In either case, black gay activists and white anti-racists are left wondering how racial justice and gay rights could ever be pitted against one another. Any gay rights analysis that is not anti-racist or any anti-racist strategy that does not include addressing heterosexism is tragically flawed. It may be helpful to remember the work of Audre Lorde, Lorraine Hansberry, Bayard Rustin, and other gay/civil rights activist, as we formulate more inclusive and broad-based community strategies.

Whether gay rights is framed as a civil rights issue or a human rights issue, it is clear that as we work to address social inequities, we will lose valuable ground if we do not frame issues of equity in the broadest sense. We will need activists with the ability to have an expanding and inclusive social justice analysis if we hope to not repeat mistakes of the past.

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Chitown Kev | April 5, 2009 5:14 PM

As someone who lives directly at these intersections (black and gay), this certainly Times hasn't been easy.

Part of the solution is to have multiple voices and to be able to do more than one thing at the same time. For example, Jasmyne Cannick (esp. in her LA Times screech after the election) did not represent my views AT ALL, in fact, I was as offended by that screech as I was at some of the racial slurs that were uttered at protests and on blogs by white gay folks. I can imagine that it alienated white folks because it alienated me.

Sometimes (even on this blog) if I am not pointing the finger at gay white racism, then and I happen to agree with a point or an action of the "elite gay white male," then the uncle Tom slur gets thrown (and I do consider it a slur) gets thrown. Never mind that I have experienced "black homophobia" up close and very, very personally in such a variety ways (within family and the community).

My whole thing is that this conversation, whatever it is, has to go both ways.

For example, I recently went to a local black LGBT meeting that damn near broke out into a church revival service. While I understand the importance of working with churches in the African American community and I respect that many AA LGBTs go to church, I felt every bit as "reduced" by this articulation, of sorts, of AA LGBT identity as I occasionally feel in mainstream LGBT circles.

These are my first thoughts which (as usual when I speak off the cuff) are rambling and erratic. But I'll be back

What, exactly, do we mean by "gay rights?" Despite the attempt at getting us to think about intersectionality, this post seems to assume that we've all about the nature of the movement, and that it's entirely about marriage. So, for starters, maybe it's time for us to admit that there's no one gay rights agenda.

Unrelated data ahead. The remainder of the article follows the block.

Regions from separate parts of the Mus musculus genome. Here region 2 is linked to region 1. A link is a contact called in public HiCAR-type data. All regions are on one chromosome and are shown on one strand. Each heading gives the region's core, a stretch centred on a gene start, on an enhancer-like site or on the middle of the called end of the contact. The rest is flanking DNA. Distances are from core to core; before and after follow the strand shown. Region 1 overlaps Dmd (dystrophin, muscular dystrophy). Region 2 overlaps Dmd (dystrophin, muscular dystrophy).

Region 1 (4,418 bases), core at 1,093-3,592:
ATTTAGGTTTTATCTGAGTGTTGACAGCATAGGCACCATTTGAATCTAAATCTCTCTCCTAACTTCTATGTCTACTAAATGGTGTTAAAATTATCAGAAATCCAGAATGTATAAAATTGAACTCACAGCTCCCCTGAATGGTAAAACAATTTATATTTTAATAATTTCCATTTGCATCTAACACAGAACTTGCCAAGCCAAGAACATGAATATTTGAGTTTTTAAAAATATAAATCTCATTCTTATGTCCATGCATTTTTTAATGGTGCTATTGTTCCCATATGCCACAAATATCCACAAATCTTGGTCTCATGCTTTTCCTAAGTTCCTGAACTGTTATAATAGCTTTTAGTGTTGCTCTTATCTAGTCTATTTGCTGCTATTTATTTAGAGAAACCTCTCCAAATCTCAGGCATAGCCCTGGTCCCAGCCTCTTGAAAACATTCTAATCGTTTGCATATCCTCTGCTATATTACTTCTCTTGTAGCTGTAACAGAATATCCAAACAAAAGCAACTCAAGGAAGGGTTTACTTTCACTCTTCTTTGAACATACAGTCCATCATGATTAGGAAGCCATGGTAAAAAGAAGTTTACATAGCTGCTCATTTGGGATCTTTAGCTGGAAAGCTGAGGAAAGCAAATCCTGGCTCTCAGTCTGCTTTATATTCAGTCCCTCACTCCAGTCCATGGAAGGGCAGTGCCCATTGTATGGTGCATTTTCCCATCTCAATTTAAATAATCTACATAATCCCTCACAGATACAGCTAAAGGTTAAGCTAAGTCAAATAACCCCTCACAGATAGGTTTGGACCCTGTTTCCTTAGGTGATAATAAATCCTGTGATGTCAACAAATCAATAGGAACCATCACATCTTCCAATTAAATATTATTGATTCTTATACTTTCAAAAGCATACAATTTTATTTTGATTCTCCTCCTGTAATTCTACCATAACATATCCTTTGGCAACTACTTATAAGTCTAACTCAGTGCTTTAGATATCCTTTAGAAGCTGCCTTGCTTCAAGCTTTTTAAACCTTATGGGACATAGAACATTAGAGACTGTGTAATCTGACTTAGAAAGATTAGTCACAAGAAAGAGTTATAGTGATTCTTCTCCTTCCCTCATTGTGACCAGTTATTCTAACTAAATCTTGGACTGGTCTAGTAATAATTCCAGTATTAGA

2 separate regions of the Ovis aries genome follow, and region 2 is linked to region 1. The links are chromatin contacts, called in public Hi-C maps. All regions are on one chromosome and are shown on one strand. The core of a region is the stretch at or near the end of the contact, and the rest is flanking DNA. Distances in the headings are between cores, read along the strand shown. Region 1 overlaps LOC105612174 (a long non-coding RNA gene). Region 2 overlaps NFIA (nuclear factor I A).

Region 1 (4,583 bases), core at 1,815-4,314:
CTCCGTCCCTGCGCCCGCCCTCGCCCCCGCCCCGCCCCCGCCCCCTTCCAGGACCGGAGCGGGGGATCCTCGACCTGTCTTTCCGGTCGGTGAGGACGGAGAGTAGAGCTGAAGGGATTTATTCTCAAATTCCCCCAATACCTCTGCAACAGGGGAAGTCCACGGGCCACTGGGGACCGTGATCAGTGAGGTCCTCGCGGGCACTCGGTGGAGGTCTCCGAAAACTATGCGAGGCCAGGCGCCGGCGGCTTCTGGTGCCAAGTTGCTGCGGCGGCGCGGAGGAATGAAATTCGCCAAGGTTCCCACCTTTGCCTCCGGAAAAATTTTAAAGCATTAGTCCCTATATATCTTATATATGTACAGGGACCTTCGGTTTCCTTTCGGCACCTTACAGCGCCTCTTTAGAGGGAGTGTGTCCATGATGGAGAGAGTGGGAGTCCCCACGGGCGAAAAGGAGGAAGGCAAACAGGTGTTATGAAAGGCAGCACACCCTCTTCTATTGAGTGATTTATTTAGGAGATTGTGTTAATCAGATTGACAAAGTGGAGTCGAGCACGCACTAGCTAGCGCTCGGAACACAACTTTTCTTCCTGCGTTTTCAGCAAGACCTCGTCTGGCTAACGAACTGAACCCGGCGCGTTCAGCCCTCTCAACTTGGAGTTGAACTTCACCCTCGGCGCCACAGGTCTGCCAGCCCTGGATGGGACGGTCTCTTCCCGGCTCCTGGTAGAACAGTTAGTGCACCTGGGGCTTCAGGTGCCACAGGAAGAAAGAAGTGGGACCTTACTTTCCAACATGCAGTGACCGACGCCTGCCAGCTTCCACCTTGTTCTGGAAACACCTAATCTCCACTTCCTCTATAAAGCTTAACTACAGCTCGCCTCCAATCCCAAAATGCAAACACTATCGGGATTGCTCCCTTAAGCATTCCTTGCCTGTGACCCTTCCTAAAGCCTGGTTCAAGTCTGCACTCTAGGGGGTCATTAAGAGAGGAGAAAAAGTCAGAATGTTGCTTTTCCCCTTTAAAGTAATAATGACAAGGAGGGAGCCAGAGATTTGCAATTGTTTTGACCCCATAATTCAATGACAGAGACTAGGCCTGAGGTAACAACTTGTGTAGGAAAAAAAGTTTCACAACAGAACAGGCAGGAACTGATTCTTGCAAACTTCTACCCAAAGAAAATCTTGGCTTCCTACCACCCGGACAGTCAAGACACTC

The issue is not about marriage vs. racial issues; it's about marriage being held up as THE cause when many - if not most -- of us would like to see an expansion of the agenda (if not a removal of marriage from the roster entirely). This post upholds the status quo of gay marriage as the defining cause that's been forced down our throats.

As for Jasmyne Cannick, I think her criticism of the post-Prop 8 fallout was interesting and often accurate. But please, am I the only one who remembers that she authored an incredibly divisive anti-immigration piece in 2006, in which she wrote: "Lesbians and gays should not be second-class citizens. Our issues should not get bumped to the back of the line in favor of extending rights to people who have entered this country illegally. Bottom line."?

I wouldn't hold her up as any kind of an example of someone who can "formulate more inclusive and broad-based community strategies."

You can read the rest of Cannick's piece here:

Chitown Kev | April 5, 2009 11:07 PM

Yasmin, personally I think that, especially in a time of an economic downturn, that ENDA, hate crimes, and DADT should be priority until such time that marriage infiltrates the federal courts on a large scale. I agree with you on that point. And to give Cannick her due, she has made similar points.

It's interesting that you note her anti-immigration piece, though. Because I have often said that a discussion of "racism" should not be used just to beat "whitey" upside the head, that blacks have their as own racial prejudices and, yes, racism (if we are talking about immigrants) that has to be dealt with.

"Intersectionality" can also include so many other factors such as religious faith, geographic region, educcation, etc. It's difficult enough dealing with the these divisions with "the gay community" itself much less on this scale. Just because something is difficult soen't mean it shouldn't be done, mind you.

But it will be difficult.

It seems like we can't even mention Jasmyne Cannick in a post before it becomes all about her! I see she's burned a few bridges.

Personally, I put her in the same category as Andrew Sullivan: someone with a very different opinion from me with some incredible insights but also very different values, who speaks from a specific community of which I'm not a part, and who often says things that are very, very wrong.

The fact that he's a ridiculously paid journalist and she isn't speaks volumes about our culture and what we're willing to accept in our mainstream discourse.